SAMMAY, also known as Samantha Peñaflor Dizon, is an artivist, healer, and truth-speaker based in the Bay Area. She is a choreographer, producer, and interdisciplinary performance artist whose work focuses on themes of decolonization and re-indigenization. Exploring both San Francisco’s status as a sanctuary city and the spaces that we inhabit, her latest work is the fourth installment of Urban x Indigenous IV: Unite the Tribes featuring H.O.L.Y. (Hate Often Loves You) City premiering on June 16th-17th at the SOMArts Cultural Center.
“This project was presented to me through an amazing stranger, honestly. I was given a newspaper by one of our homeless folks with a headline that questioned San Francisco's status as a sanctuary city. And there was the story of Luis Góngora Pat - another case of police brutality, violence, death, family, and grieving in our city,” she recalled.
“Seeing this made me realize that I wanted H.O.L.Y. City to be about sanctuary and looking at San Francisco as a sanctuary city. I wanted to explore the co-opting of the term "sanctuary" and how we don't keep people of color safe. This idea of "safe spaces" - what does that really mean? This show is an investigation into what sacredness San Francisco still holds despite the gentrification and corruption that exists. It's a lot to explore.”
A Southern California transplant, Sammay studied at Berkeley where she honed her love for dance and discovered a passion for the performing arts and activism. Her journey of self-discovery led her back to her Filipinx roots and a spiritual connection with the ancestors of her Kapampangan, Ilokano, and Bikol lineages. Through performance, she found a medium of self expression but also a way to bring attention to the issues within the Filipinx community – the struggles of the diaspora, displacement, and the erasure of ancestral traditions and culture as a result of colonization. But her journey of self-discovery was paved with struggles and internal conflict.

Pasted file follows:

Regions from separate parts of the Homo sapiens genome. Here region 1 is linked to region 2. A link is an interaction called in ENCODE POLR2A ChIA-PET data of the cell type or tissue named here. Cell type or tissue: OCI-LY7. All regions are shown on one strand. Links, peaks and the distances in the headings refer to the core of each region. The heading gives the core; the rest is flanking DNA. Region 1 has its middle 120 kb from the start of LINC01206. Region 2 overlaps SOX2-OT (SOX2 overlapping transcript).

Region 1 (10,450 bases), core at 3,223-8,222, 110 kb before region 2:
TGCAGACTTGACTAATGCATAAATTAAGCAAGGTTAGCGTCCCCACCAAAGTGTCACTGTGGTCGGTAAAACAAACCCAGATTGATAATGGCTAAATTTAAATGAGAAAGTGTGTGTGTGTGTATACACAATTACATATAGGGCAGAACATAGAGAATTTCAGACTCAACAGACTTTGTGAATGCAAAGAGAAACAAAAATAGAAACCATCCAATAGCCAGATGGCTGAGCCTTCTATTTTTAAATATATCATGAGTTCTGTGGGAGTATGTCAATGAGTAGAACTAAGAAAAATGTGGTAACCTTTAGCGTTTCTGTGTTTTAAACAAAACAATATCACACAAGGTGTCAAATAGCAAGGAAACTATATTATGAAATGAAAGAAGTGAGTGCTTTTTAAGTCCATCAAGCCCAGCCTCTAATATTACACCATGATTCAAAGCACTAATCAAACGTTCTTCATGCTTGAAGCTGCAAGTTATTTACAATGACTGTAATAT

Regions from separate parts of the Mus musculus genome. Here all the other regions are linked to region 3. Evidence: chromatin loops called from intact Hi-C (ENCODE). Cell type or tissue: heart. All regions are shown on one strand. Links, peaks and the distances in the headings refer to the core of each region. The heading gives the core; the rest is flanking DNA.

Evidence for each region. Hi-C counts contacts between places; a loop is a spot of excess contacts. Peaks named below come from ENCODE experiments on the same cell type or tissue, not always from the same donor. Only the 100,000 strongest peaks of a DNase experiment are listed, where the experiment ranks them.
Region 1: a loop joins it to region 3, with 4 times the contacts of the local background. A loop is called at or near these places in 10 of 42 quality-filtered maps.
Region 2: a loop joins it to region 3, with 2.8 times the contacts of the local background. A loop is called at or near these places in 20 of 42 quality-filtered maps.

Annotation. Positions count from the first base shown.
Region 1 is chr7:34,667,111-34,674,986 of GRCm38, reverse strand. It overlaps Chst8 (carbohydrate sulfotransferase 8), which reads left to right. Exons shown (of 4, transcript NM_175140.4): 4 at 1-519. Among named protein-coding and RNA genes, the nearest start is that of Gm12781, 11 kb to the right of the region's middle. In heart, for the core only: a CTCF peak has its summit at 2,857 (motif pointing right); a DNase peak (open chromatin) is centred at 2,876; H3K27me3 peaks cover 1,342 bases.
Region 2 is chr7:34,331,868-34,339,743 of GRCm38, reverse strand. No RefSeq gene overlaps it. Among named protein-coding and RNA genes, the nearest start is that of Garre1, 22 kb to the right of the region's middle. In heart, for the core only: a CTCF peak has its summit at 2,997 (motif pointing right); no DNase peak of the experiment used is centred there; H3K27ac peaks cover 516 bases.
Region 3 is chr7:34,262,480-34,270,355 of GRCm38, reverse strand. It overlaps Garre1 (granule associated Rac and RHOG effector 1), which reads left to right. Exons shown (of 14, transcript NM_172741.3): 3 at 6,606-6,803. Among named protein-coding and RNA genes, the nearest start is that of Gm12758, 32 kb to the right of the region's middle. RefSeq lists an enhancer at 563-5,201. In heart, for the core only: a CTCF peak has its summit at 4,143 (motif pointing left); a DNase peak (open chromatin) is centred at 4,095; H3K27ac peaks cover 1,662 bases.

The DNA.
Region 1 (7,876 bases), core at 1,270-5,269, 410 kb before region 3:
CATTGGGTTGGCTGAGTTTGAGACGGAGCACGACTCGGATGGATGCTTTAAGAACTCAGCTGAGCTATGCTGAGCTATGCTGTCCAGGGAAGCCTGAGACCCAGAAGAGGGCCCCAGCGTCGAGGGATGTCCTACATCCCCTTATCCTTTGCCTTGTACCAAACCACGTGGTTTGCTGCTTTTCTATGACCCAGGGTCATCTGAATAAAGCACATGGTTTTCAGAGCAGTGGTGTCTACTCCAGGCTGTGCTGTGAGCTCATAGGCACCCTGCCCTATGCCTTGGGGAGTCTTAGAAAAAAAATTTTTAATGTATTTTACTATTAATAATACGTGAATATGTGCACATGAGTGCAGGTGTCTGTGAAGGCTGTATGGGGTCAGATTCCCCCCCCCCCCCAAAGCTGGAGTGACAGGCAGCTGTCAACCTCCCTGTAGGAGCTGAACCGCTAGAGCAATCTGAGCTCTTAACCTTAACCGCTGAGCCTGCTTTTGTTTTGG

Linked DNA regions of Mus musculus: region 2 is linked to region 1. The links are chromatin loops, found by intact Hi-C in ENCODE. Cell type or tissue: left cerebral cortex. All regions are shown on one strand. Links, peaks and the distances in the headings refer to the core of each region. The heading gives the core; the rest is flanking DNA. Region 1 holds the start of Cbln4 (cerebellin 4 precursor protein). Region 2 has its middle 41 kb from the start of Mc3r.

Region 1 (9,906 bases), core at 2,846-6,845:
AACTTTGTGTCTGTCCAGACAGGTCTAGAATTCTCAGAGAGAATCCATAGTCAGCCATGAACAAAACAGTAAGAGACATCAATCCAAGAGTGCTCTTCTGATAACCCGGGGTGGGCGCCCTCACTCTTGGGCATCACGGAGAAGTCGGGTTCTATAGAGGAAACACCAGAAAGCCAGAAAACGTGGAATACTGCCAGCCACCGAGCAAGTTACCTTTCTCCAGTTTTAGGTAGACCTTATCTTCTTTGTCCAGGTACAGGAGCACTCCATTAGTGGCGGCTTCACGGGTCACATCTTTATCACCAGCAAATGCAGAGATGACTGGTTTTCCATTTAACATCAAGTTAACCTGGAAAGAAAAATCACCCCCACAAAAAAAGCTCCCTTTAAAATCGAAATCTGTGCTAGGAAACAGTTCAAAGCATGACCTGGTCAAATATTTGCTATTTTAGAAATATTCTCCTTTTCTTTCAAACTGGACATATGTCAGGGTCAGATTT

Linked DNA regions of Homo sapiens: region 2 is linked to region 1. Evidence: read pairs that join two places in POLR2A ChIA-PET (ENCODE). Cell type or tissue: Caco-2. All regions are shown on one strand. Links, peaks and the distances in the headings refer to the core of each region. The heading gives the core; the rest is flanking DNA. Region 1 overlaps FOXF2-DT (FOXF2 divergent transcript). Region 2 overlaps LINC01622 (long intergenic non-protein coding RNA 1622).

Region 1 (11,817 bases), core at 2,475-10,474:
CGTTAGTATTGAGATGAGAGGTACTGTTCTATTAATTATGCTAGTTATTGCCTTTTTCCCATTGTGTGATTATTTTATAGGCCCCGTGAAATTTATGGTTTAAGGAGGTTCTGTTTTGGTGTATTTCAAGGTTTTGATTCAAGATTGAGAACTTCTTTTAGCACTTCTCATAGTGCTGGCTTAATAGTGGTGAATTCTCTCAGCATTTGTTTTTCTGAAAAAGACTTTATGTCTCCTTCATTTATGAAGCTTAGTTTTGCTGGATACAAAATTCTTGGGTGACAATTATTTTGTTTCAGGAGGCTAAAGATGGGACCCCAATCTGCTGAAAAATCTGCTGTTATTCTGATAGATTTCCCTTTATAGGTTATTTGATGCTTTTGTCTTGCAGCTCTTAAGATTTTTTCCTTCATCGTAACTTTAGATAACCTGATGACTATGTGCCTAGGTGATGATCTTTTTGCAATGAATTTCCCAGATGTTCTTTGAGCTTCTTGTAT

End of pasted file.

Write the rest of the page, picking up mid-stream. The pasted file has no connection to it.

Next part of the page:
“There was a moment where I was really torn between activism and the arts. And I thought that I had to choose. And if I can be very frank, people were making me choose one or the other. And at the end of the day, I chose art because I knew that I could speak the message most effectively through my art.
It's an honor when folks in the community call me a modern day babaylan. But that's not my intention, you know? My intention is not to co-opt that term from our people but to be committed to knowing how I can be the best healer based off of the lineages that I was born with. I always think it's important to remember that "babaylan" is a term that's specifically from the Visasyas and that each of us, lineage-wise, has a specific tradition of healers and truth-speakers.
It's taken awhile to own that identity. I'm still very much dedicated to the activism - the political aspect, not just art for art's sake. I will never not be immersed in wanting to speak to the politics of a piece. I don't think I'll ever be quiet when it comes to that. The art is spiritual work for me but it's also activist work. It's about telling a story. And sometimes that story is not mine. So my spiritual practice has definitely enabled me to connect to other people's stories in a way that's very visceral.
It always gives me faith, too, to know that I'm not the only one doing this kind of work. I can name hella folks in the diaspora who are really using their art to cultivate and to gather people to hear the message of our ancestors. For me, that's always been the most important thing - that we're doing this as a community, we're the generation that's disrupting some things and bringing about change.”
Sammay’s past and future projects are not only influenced by a desire to marry art and activism, but a sense of kapwa – bringing people back to their ties with the land, both in the SoMa and the ancestral homeland of the Philippines, as well as back to a sense of unified community.